I Have a Date With TSA Next Month
In early December I’m speaking to the IP section of the Colorado Bar Association about the legal and ethical issues of social media for lawyers. My trip to Denver will be the first time that I’ll have flown since the TSA’s new screening procedures were implemented.
My hope is that I won’t be “randomly” selected to walk through one of the new full-body scanners that were rolled out to airports, including the Rochester International Airport, across the country earlier this month. These scanners dose the subject with radiation and create a detailed, graphic image of the person’s nude body. According to TSA representatives, the radiation levels are safe, but others dispute this claim.
If I am one of the 20 percent of travelers selected to receive a full-body scan, I intend to opt out, both for health-related reasons and as a matter of principle.
Unfortunately, now that the screening procedures have changed, that means I’ll be subjected to the new, more invasive pat-downs that were implemented at the same time as the new full-body scanners.
A TSA agent will use the fronts of their hands to pat down all areas of my body, including my breasts and groin. Previously, TSA agents used the backs of their hands and avoided engaging in non-consensual fore- play with air travelers.
In the name of national security, forced intimacy strangers is now par for the course
Hopefully, my experience will be less traumatic than that of other recent air travelers.
First, there’s Tom Sawyer, a 61-year-old bladder cancer survivor who had urine from his urostomy bag spilled onto his clothes following a rough TSA search that left him humiliated and in tears. Then there are the breast cancer survivors, a number of whom have complained that TSA agents forced them to remove their prosthetic breasts.
Sexual assault victims have also been traumatized by the experience, describing heart-wrenching accounts of encounters with TSA agents. Many have said that the pat downs caused them to experience flash backs from the original sexual assault.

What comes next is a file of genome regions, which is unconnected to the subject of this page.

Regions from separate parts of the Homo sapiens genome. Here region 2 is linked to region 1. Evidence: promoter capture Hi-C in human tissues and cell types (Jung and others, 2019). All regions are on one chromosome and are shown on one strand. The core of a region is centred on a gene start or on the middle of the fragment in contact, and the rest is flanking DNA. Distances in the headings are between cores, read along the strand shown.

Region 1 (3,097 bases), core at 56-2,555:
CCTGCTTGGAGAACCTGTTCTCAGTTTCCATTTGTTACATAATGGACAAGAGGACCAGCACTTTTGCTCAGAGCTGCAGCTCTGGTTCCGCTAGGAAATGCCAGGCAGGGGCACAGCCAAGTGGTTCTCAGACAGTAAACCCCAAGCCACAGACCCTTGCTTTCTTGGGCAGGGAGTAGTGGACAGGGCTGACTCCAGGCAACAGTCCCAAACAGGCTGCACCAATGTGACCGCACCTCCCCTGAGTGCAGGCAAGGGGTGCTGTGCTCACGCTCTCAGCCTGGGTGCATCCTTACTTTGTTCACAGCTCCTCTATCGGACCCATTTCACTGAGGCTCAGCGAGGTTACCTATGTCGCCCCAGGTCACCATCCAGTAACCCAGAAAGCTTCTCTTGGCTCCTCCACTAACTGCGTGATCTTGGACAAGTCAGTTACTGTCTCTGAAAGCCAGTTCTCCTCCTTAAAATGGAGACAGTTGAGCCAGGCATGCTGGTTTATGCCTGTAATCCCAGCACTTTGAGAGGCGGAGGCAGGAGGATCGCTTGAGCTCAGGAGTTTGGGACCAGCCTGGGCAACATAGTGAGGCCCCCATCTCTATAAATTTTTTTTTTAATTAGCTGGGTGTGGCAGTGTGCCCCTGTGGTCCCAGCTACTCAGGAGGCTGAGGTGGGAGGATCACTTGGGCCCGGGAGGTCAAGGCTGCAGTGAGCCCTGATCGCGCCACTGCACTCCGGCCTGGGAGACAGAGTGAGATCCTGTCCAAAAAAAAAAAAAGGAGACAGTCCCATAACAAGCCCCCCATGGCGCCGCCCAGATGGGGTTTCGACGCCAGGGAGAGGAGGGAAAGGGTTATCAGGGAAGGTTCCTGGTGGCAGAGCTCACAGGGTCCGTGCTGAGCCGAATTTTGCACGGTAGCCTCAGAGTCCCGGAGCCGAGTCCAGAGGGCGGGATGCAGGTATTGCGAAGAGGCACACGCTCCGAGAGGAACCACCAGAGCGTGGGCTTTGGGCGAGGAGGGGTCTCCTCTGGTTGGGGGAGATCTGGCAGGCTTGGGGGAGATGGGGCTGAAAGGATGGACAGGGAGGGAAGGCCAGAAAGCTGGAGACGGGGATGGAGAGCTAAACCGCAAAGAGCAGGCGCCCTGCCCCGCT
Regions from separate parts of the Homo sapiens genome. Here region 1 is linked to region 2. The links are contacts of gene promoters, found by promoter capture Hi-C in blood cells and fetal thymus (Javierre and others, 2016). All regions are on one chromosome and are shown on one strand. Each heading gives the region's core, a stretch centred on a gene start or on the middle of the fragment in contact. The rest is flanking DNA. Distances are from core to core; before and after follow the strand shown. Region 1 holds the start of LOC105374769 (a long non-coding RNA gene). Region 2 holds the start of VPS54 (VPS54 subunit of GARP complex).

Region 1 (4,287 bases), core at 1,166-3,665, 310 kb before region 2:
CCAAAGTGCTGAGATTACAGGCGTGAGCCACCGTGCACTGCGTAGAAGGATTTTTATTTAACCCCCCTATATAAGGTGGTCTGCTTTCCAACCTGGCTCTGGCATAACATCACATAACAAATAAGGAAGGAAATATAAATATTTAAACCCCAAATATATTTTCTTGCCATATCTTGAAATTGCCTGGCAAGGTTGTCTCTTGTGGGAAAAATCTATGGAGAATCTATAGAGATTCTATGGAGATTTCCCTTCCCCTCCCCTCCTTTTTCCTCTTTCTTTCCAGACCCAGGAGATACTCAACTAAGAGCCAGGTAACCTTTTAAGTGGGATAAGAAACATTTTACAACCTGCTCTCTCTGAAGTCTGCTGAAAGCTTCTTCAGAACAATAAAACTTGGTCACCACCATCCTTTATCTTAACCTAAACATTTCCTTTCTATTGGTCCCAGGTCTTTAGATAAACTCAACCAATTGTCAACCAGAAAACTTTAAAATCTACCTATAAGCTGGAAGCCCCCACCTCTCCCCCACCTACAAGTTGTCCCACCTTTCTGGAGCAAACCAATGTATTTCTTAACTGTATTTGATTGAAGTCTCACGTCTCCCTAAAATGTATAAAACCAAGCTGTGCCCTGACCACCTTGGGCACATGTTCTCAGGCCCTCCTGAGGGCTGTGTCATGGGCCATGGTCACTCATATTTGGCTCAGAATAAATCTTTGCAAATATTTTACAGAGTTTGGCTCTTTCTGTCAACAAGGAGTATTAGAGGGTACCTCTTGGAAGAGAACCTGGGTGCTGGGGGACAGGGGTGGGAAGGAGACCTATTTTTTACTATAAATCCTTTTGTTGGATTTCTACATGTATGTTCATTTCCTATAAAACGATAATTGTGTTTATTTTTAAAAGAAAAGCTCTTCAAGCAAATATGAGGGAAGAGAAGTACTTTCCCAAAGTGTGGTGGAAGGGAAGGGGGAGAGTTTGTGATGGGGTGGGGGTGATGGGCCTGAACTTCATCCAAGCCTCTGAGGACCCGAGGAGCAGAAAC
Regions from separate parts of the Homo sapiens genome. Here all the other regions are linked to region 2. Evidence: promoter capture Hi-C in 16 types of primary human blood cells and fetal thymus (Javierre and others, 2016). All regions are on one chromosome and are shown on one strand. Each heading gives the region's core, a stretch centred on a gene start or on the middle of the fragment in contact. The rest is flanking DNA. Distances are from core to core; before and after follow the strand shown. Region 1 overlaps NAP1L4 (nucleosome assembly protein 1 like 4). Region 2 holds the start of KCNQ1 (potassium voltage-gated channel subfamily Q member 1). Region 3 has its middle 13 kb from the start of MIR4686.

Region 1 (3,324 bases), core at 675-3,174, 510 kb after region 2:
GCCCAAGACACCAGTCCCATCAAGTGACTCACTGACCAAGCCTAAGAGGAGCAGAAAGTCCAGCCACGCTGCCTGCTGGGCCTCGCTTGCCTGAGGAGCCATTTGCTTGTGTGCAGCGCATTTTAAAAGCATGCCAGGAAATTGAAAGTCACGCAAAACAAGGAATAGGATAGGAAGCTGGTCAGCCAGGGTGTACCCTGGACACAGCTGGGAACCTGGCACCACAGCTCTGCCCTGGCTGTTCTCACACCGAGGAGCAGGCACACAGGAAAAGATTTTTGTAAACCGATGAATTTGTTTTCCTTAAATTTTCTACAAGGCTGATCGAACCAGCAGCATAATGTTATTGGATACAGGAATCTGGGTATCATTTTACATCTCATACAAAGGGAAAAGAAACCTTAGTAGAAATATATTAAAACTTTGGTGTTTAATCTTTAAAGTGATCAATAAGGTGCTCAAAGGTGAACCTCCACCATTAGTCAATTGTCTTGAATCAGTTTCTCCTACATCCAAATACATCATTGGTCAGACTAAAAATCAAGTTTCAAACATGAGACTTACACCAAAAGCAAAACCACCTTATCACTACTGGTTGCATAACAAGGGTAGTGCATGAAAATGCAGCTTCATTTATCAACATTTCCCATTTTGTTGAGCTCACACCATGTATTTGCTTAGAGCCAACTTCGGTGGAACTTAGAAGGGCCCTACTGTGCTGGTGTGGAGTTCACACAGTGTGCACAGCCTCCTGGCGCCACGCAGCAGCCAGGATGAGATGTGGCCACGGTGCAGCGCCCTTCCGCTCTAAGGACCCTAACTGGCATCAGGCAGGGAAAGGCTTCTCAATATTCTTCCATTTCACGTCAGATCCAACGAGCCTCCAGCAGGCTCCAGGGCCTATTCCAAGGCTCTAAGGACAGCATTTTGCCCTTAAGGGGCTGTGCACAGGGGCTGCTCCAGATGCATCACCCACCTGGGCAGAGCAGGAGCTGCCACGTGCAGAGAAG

Then there are the children appearing in widely circulated YouTube videos. One is of a 3-year-old girl receiving an invasive pat down from a TSA agent and screaming “Don’t touch me!” as her mother holds the hysterical child during the search. In another video, a young boy is seen removing his shirt during a TSA pat down as bystanders express their disbelief.
Many security experts have likened the new procedures to an ineffective “security theater” performed only for show. In other words, the newly revised security dance looks good, but does very little to actually protect us from a terrorist attack.
This, to me, is simply unacceptable. I’m outraged by the invasiveness and ineffectiveness of the new security procedures and it pains me to hear of my fellow citizen's humiliating experiences at the hands of government agents.
They deserved better. We all do.
Needless to say, I don’t relish my upcoming “date” with TSA. I’m not looking forward to the possibility of being groped by a stranger after refusing the full-body scan. However, I plan to make the best of it and will pass the time by humming Meat Loaf’s song “Paradise by the Dashboard Light” as the TSA agent pats me down. After all, it only seems fitting.
Nicole Black is of counsel to Fiandach & Fiandach in Rochester. She co-authors the ABA book Social Media for Lawyers: the Next Frontier, co-authors Criminal Law in New York, a West-Thomson treatise, and is currently writing a book about cloud computing for lawyers that will be published by the ABA in early 2011. She is the founder of lawtechTalk.com and speaks regularly at conferences regarding the intersection of law and technology. She publishes four legal blogs and can be reached at firstname.lastname@example.org